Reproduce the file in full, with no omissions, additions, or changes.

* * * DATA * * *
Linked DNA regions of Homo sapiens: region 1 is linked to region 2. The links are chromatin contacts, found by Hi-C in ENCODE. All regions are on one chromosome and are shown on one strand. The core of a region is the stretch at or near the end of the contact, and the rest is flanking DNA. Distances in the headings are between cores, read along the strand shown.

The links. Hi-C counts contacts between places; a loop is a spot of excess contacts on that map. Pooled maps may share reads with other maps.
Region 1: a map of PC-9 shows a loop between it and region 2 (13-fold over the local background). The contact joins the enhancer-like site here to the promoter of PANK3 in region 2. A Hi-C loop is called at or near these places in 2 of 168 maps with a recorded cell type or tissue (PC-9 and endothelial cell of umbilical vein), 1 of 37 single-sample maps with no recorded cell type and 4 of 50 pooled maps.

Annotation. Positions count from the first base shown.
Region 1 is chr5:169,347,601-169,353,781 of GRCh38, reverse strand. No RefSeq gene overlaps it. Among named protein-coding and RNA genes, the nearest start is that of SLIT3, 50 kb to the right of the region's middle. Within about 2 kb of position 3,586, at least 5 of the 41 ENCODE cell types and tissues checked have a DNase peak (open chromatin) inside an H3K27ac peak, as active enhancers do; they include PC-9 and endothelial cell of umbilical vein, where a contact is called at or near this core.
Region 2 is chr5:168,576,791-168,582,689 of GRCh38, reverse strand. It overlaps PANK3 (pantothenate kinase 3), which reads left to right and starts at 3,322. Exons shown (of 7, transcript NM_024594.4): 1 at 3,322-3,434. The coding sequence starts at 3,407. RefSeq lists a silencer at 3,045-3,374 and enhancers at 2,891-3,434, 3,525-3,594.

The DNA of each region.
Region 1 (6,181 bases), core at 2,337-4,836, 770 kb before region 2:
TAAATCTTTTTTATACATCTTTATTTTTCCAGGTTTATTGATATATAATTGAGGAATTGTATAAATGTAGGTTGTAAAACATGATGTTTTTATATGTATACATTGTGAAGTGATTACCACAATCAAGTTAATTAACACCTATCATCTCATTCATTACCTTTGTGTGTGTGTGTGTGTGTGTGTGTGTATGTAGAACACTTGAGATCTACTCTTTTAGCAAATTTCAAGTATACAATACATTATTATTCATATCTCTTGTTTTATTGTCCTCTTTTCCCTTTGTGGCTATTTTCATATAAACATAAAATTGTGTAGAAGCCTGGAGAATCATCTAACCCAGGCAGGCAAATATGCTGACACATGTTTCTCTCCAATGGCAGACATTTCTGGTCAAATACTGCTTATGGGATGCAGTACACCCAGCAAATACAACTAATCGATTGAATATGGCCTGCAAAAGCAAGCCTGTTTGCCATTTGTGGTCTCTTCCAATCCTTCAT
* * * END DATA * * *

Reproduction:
Linked DNA regions of Homo sapiens: region 1 is linked to region 2. The links are chromatin contacts, found by Hi-C in ENCODE. All regions are on one chromosome and are shown on one strand. The core of a region is the stretch at or near the end of the contact, and the rest is flanking DNA. Distances in the headings are between cores, read along the strand shown.

The links. Hi-C counts contacts between places; a loop is a spot of excess contacts on that map. Pooled maps may share reads with other maps.
Region 1: a map of PC-9 shows a loop between it and region 2 (13-fold over the local background). The contact joins the enhancer-like site here to the promoter of PANK3 in region 2. A Hi-C loop is called at or near these places in 2 of 168 maps with a recorded cell type or tissue (PC-9 and endothelial cell of umbilical vein), 1 of 37 single-sample maps with no recorded cell type and 4 of 50 pooled maps.

Annotation. Positions count from the first base shown.
Region 1 is chr5:169,347,601-169,353,781 of GRCh38, reverse strand. No RefSeq gene overlaps it. Among named protein-coding and RNA genes, the nearest start is that of SLIT3, 50 kb to the right of the region's middle. Within about 2 kb of position 3,586, at least 5 of the 41 ENCODE cell types and tissues checked have a DNase peak (open chromatin) inside an H3K27ac peak, as active enhancers do; they include PC-9 and endothelial cell of umbilical vein, where a contact is called at or near this core.
Region 2 is chr5:168,576,791-168,582,689 of GRCh38, reverse strand. It overlaps PANK3 (pantothenate kinase 3), which reads left to right and starts at 3,322. Exons shown (of 7, transcript NM_024594.4): 1 at 3,322-3,434. The coding sequence starts at 3,407. RefSeq lists a silencer at 3,045-3,374 and enhancers at 2,891-3,434, 3,525-3,594.

The DNA of each region.
Region 1 (6,181 bases), core at 2,337-4,836, 770 kb before region 2:
TAAATCTTTTTTATACATCTTTATTTTTCCAGGTTTATTGATATATAATTGAGGAATTGTATAAATGTAGGTTGTAAAACATGATGTTTTTATATGTATACATTGTGAAGTGATTACCACAATCAAGTTAATTAACACCTATCATCTCATTCATTACCTTTGTGTGTGTGTGTGTGTGTGTGTGTGTATGTAGAACACTTGAGATCTACTCTTTTAGCAAATTTCAAGTATACAATACATTATTATTCATATCTCTTGTTTTATTGTCCTCTTTTCCCTTTGTGGCTATTTTCATATAAACATAAAATTGTGTAGAAGCCTGGAGAATCATCTAACCCAGGCAGGCAAATATGCTGACACATGTTTCTCTCCAATGGCAGACATTTCTGGTCAAATACTGCTTATGGGATGCAGTACACCCAGCAAATACAACTAATCGATTGAATATGGCCTGCAAAAGCAAGCCTGTTTGCCATTTGTGGTCTCTTCCAATCCTTCAT